Buffalo Bills: Positional Breakdown and Grades for the 2011-12 Bills

Matt Masterson@@M_R_MastersonContributor IIAugust 17, 2011

Buffalo Bills: Positional Breakdown and Grades for the 2011-12 Bills

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    Fall is coming upon us, and for us sports fans, that can only mean one thing: Football is back. Training camp is coming to a close, the preseason is underway and we are just a few short weeks away from real, live football again. Halleluja!

    Despite a 4-12 record last season, the Buffalo Bills showed a surprising amount of tenacity and grit. They hung in with some of the best teams in the NFL (Steelers, Ravens, Chiefs) and showed that while they may not be a playoff-caliber team yet, they can play with anybody in this league (except the Patriots—see: 15-game losing streak).

    Coming into the 2011 season, the Bills had some major holes to fill on both sides of the ball, specifically in the trenches on the offensive and defensive lines. Changes have been made, but will it be enough to fix Buffalo's 32nd-ranked rush defense? Will it be enough to keep QB Ryan Fitzpatrick on his feet?

    We'll have to watch the games to find out, but before that happens, let's take a look at how the Bills stack up on a position-by-position basis.


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    Depth Chart

    1. Ryan Fitzpatrick

    2. Tyler Thigpen

    3. Levi Brown/Brad Smith

    I'll start with the most important position on the field: quarterback. Career backup Ryan Fitzpatrick proved most of his doubters wrong last season, first by taking the job away from Trent Edwards, and then by performing so admirably, throwing for 3,000 yards and 23 touchdowns. Chan Gailey has consistently gotten the most out of his quarterbacks, and Fitzpatrick seems to be no different.

    While Fitzpatrick is firmly entrenched as the No. 1 man for this season, the depth behind him is lacking. Tyler Thigpen was signed this offseason, but I have serious doubts about his abilities if he is called upon to step in and start. Yes, Thigpen had his best season under Chan Gailey's tutelage in Kansas City in 2008, but I think that was more of a fluke, rather than a sign of what's to come.

    Behind Thigpen is second-year man Levi Brown out of Troy. Brown was cut by the Bills last season, and I wouldn''t be surprised if he ends up on the scout team this year.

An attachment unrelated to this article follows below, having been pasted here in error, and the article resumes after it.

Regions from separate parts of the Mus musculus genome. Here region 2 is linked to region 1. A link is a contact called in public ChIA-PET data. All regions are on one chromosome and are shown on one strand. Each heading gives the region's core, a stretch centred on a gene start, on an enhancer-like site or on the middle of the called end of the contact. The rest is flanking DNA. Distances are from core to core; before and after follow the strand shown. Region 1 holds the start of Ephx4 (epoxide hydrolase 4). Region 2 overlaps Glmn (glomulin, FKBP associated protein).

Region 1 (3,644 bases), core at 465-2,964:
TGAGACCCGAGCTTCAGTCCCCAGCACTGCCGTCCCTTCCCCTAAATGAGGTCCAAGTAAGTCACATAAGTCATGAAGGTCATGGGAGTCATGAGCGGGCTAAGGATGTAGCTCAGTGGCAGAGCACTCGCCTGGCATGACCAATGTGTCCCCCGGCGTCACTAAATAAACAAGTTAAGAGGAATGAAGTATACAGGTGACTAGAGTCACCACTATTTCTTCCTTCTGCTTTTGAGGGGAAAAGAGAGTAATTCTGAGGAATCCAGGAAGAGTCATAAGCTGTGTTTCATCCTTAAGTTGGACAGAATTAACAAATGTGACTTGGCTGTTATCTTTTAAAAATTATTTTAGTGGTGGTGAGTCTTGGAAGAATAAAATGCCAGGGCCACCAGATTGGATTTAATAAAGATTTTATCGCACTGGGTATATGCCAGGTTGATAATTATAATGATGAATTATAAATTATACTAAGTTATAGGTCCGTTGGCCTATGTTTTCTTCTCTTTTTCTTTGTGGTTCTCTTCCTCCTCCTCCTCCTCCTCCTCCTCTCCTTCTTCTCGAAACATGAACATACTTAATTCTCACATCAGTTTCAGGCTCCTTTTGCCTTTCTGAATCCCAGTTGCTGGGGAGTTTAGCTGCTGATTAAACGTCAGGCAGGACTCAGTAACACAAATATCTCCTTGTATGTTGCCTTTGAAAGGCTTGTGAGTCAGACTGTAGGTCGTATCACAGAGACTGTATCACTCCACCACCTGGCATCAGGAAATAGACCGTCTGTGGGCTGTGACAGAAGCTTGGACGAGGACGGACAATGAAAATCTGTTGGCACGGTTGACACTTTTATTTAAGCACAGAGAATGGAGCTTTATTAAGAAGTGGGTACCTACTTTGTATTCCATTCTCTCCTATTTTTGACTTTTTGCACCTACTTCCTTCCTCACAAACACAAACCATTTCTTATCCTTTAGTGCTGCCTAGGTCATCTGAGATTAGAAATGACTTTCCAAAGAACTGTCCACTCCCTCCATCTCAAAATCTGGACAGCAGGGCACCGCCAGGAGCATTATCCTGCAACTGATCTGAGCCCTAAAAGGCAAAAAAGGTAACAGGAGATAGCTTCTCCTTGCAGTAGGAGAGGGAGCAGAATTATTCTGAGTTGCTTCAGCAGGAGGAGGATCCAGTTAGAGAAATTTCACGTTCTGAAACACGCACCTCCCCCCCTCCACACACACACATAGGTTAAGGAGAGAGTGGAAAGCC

I left the most intriguing quarterback for last: Brad Smith (yes, he is a quarterback). Smith was the do-it-all return man/wide receiver for the New York Jets who has the speed to be considered a threat for the end zone every time he touches the ball. Now Smith will be called upon to be the Wildcat quarterback for the Bills and will see the most touches this year of any QB not named Fitzpatrick.

    Smith can run, throw and catch, but if Fitzpatrick goes down, Smith does not have the throwing abilities to lead this team long-term. If nothing else, Smith adds an element of excitement to this Bills offense as a QB/WR hybrid

    Grade: C+

    Fitzpatrick will look to prove that last year was not an accident, but a lack of starting-quality talent behind him hinders their unit's overall depth.

Running Back

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    Depth Chart

    1. Fred Jackson

    2. CJ Spiller

    3. Johnny White

    (Fullback: Corey McIntyre)

    Even though the Bills have spent three first-round picks on running backs since 2004, it is an undrafted man out of Coe College who will be heading the team's depth chart this season. Fred Jackson has overcome steep odds to make it to the NFL—from Coe, to the Indoor Football League, to NFL Europe—but his hard work has paid off. Jackson was just 77 yards away from posting 1,000 yards last season, which would have been his second consecutive year doing so. Running behind a porous offensive line (I'll get to that later), reaching 1,000 yards really is an accomplishment on this team.